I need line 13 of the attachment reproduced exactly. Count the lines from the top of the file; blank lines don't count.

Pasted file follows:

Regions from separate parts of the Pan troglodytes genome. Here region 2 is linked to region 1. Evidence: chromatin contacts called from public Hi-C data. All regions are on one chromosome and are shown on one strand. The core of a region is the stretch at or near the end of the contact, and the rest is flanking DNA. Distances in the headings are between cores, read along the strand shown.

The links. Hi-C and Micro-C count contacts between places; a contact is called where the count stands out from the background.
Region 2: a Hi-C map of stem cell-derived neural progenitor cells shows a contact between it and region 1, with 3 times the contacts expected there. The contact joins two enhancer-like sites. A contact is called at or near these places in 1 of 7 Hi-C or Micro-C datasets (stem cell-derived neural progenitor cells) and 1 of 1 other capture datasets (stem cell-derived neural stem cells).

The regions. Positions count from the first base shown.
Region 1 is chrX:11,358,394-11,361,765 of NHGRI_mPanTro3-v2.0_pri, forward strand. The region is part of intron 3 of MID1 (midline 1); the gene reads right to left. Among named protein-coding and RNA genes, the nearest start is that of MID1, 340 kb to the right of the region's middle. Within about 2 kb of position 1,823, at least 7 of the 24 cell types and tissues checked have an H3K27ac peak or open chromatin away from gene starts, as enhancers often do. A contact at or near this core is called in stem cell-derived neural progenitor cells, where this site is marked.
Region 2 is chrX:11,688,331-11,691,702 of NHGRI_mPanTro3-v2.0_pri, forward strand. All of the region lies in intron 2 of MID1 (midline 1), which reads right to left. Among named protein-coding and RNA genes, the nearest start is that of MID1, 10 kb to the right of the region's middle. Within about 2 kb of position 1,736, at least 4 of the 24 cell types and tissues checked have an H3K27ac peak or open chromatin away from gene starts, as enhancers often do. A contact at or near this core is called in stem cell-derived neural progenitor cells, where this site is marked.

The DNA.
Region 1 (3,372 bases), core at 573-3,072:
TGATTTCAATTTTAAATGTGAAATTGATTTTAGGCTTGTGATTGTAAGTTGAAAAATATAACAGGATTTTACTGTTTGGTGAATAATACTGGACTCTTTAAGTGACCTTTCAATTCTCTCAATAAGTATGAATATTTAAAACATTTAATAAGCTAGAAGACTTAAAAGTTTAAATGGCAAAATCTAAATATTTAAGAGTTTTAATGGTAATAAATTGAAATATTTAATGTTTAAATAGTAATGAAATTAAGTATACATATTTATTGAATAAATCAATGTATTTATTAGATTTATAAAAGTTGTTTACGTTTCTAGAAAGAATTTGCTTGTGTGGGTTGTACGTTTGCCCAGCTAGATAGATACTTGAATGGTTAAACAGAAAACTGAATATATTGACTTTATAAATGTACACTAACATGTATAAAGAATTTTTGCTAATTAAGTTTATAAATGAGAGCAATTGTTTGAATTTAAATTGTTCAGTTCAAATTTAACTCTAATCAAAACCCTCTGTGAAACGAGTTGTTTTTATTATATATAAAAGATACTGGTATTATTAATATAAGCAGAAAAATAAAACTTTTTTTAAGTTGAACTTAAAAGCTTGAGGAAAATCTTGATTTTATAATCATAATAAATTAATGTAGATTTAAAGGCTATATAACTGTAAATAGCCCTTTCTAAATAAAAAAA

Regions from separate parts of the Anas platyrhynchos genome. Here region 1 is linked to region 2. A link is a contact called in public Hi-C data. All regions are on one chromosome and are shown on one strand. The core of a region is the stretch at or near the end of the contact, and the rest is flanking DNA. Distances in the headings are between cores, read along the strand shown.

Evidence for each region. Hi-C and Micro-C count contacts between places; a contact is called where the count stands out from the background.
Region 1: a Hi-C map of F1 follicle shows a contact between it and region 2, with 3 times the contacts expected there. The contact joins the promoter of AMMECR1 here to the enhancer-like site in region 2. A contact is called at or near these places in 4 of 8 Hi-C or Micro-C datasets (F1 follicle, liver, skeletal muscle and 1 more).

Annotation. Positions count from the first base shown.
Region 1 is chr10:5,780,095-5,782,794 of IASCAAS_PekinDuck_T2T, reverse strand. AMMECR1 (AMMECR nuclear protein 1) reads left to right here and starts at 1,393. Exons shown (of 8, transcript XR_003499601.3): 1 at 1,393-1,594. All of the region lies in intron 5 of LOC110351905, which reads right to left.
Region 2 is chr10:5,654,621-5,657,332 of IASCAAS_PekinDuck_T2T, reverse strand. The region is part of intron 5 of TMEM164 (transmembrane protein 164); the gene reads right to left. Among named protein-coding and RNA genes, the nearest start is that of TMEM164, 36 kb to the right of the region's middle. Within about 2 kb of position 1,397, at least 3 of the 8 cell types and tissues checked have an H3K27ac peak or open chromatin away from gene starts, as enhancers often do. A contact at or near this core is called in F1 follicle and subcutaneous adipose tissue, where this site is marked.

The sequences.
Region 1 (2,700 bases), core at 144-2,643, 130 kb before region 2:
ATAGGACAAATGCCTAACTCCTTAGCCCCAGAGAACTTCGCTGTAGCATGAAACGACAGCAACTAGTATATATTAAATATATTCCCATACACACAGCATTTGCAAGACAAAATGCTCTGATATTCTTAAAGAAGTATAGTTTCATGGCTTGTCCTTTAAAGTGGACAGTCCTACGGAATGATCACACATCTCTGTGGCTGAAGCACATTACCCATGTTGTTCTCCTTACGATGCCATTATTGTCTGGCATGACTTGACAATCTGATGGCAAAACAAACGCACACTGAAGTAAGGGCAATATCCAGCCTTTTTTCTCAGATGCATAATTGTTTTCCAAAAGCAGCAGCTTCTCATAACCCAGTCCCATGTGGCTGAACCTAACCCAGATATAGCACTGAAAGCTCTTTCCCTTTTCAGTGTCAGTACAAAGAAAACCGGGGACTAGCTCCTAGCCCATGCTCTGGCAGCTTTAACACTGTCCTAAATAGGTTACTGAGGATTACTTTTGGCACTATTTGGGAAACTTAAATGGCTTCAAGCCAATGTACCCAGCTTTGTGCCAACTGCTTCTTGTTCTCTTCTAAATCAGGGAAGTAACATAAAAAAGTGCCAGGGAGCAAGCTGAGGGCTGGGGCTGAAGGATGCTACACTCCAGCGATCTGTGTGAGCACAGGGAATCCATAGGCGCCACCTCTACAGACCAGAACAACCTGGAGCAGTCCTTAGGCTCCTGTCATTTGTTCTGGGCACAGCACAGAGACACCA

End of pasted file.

Annotation. Positions count from the first base shown.